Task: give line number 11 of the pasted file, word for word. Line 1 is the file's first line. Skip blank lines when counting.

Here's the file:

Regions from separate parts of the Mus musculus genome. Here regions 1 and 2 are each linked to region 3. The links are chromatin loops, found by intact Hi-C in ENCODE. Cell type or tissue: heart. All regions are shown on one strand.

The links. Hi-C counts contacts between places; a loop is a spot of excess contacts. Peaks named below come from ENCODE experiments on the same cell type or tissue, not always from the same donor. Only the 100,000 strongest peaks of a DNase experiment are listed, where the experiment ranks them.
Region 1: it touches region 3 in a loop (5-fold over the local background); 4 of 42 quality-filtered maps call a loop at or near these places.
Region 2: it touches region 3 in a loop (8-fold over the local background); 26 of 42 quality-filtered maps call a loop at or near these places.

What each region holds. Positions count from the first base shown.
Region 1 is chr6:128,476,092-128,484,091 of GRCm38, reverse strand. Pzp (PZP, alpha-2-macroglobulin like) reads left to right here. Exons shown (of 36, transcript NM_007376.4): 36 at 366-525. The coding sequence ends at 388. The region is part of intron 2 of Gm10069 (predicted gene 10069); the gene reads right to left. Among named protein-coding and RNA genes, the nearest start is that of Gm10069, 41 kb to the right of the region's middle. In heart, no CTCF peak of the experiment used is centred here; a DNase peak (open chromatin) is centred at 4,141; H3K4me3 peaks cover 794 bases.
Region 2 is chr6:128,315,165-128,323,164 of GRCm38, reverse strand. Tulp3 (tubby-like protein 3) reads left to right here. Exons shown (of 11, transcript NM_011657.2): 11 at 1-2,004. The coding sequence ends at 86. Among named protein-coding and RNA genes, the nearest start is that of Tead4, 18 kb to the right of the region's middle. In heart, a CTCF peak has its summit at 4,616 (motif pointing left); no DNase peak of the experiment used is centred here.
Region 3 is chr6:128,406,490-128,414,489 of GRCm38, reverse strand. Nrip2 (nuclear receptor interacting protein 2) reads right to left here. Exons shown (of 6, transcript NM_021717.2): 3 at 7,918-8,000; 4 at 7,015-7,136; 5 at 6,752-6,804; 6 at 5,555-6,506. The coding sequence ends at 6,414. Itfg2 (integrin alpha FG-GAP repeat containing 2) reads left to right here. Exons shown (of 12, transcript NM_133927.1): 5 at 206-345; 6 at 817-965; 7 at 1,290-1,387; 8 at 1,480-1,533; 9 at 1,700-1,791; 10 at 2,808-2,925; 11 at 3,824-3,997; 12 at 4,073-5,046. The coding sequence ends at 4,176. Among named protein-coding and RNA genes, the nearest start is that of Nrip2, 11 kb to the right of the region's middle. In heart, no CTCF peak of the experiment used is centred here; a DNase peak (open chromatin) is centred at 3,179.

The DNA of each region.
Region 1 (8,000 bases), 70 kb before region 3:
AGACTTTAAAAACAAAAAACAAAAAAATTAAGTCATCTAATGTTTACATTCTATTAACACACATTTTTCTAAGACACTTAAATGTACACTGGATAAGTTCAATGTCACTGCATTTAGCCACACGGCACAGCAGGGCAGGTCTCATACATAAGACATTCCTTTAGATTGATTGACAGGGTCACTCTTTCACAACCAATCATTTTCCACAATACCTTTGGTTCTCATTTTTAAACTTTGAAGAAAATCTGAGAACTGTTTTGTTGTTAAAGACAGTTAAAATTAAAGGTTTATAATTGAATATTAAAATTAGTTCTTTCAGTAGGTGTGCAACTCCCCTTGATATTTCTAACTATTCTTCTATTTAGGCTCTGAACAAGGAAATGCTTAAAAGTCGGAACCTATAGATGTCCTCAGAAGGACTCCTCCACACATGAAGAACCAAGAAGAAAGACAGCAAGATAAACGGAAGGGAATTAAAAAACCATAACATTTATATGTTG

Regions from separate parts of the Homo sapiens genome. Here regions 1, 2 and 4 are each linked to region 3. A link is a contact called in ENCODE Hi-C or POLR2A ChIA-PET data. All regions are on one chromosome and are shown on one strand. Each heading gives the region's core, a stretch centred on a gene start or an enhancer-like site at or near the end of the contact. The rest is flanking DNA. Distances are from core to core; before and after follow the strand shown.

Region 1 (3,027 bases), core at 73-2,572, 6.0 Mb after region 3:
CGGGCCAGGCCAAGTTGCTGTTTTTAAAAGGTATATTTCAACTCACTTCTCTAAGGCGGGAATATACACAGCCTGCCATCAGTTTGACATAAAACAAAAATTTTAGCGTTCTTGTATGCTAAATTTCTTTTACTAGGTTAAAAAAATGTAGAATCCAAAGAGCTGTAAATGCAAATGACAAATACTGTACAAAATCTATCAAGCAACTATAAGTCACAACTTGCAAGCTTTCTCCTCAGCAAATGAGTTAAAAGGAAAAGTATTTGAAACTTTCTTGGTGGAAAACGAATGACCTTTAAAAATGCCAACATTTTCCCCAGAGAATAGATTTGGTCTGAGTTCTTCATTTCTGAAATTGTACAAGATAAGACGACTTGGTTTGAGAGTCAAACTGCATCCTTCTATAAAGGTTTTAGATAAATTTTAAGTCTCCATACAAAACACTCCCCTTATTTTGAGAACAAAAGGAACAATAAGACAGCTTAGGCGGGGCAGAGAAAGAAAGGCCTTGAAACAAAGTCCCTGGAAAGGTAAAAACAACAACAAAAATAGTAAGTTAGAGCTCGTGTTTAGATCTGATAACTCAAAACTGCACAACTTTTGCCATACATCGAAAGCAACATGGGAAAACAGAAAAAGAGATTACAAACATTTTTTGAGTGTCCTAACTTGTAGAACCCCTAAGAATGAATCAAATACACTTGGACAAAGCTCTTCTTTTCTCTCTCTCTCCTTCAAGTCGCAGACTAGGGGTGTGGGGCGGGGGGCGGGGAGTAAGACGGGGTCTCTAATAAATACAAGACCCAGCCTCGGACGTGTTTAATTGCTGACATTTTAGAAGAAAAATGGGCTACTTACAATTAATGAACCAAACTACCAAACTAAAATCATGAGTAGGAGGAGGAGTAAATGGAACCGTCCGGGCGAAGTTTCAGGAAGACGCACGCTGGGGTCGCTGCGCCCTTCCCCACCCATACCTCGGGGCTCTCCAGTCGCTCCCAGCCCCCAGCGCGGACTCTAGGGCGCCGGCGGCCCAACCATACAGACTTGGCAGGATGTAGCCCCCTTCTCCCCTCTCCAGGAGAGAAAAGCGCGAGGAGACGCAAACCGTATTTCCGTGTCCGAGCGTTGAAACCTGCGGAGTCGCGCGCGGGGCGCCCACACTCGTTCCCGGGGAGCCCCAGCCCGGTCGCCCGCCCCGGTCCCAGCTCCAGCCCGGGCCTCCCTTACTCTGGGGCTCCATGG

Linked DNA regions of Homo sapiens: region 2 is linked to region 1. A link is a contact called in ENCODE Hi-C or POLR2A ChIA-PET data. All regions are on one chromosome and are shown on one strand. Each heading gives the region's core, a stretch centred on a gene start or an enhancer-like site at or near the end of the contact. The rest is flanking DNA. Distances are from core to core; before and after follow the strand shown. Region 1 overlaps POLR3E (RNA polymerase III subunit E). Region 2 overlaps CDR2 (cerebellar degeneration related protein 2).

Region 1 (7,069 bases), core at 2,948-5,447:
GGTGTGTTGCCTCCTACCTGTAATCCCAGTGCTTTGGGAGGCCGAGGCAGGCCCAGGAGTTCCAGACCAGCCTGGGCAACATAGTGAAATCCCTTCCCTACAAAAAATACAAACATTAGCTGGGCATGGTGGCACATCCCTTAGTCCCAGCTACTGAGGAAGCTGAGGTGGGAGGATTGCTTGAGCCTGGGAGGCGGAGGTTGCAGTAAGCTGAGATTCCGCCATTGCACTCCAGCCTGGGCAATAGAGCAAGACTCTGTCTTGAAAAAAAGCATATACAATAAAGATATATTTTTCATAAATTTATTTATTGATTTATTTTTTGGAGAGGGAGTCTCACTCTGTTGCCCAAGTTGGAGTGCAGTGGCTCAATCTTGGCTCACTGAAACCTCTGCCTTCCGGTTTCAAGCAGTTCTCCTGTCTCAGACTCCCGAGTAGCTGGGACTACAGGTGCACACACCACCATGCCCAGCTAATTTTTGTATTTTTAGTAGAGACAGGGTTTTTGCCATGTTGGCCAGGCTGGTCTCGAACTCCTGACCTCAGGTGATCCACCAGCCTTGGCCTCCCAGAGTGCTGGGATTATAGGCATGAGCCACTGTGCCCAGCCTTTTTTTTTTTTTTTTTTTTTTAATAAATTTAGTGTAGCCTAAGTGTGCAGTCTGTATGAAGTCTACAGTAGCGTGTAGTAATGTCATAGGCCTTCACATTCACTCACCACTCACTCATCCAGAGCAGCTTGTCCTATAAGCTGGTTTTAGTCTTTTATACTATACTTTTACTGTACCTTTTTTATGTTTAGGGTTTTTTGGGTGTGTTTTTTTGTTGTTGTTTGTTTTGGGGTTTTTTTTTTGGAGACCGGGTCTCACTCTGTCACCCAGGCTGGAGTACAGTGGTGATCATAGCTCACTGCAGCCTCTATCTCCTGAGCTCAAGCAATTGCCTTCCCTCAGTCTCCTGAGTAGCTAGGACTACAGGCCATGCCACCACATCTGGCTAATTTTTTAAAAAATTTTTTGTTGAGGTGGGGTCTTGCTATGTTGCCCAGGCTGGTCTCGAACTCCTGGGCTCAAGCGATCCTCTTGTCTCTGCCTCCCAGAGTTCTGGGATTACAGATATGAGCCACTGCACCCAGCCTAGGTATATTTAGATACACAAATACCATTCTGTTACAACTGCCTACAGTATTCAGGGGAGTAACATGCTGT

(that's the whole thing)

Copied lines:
AGACTTTAAAAACAAAAAACAAAAAAATTAAGTCATCTAATGTTTACATTCTATTAACACACATTTTTCTAAGACACTTAAATGTACACTGGATAAGTTCAATGTCACTGCATTTAGCCACACGGCACAGCAGGGCAGGTCTCATACATAAGACATTCCTTTAGATTGATTGACAGGGTCACTCTTTCACAACCAATCATTTTCCACAATACCTTTGGTTCTCATTTTTAAACTTTGAAGAAAATCTGAGAACTGTTTTGTTGTTAAAGACAGTTAAAATTAAAGGTTTATAATTGAATATTAAAATTAGTTCTTTCAGTAGGTGTGCAACTCCCCTTGATATTTCTAACTATTCTTCTATTTAGGCTCTGAACAAGGAAATGCTTAAAAGTCGGAACCTATAGATGTCCTCAGAAGGACTCCTCCACACATGAAGAACCAAGAAGAAAGACAGCAAGATAAACGGAAGGGAATTAAAAAACCATAACATTTATATGTTG